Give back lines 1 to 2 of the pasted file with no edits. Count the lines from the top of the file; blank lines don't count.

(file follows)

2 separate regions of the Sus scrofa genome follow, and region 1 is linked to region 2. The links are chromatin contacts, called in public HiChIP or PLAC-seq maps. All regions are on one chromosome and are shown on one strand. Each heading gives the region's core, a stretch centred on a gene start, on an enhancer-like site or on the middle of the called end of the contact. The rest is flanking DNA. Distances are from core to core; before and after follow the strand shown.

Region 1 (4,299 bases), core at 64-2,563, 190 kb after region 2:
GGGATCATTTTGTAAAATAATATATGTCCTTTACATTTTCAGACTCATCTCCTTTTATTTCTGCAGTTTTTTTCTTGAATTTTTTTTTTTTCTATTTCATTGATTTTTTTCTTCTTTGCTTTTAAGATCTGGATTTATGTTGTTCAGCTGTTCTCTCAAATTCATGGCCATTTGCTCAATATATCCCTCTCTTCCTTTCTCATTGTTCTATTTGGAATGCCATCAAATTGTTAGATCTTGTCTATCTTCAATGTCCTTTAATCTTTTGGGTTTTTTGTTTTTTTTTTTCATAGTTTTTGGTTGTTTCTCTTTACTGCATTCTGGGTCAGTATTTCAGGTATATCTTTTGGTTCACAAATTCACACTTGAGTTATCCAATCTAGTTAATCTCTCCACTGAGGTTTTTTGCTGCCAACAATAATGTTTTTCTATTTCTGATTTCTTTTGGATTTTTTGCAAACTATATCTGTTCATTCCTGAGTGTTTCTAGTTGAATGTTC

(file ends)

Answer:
2 separate regions of the Sus scrofa genome follow, and region 1 is linked to region 2. The links are chromatin contacts, called in public HiChIP or PLAC-seq maps. All regions are on one chromosome and are shown on one strand. Each heading gives the region's core, a stretch centred on a gene start, on an enhancer-like site or on the middle of the called end of the contact. The rest is flanking DNA. Distances are from core to core; before and after follow the strand shown.

Region 1 (4,299 bases), core at 64-2,563, 190 kb after region 2: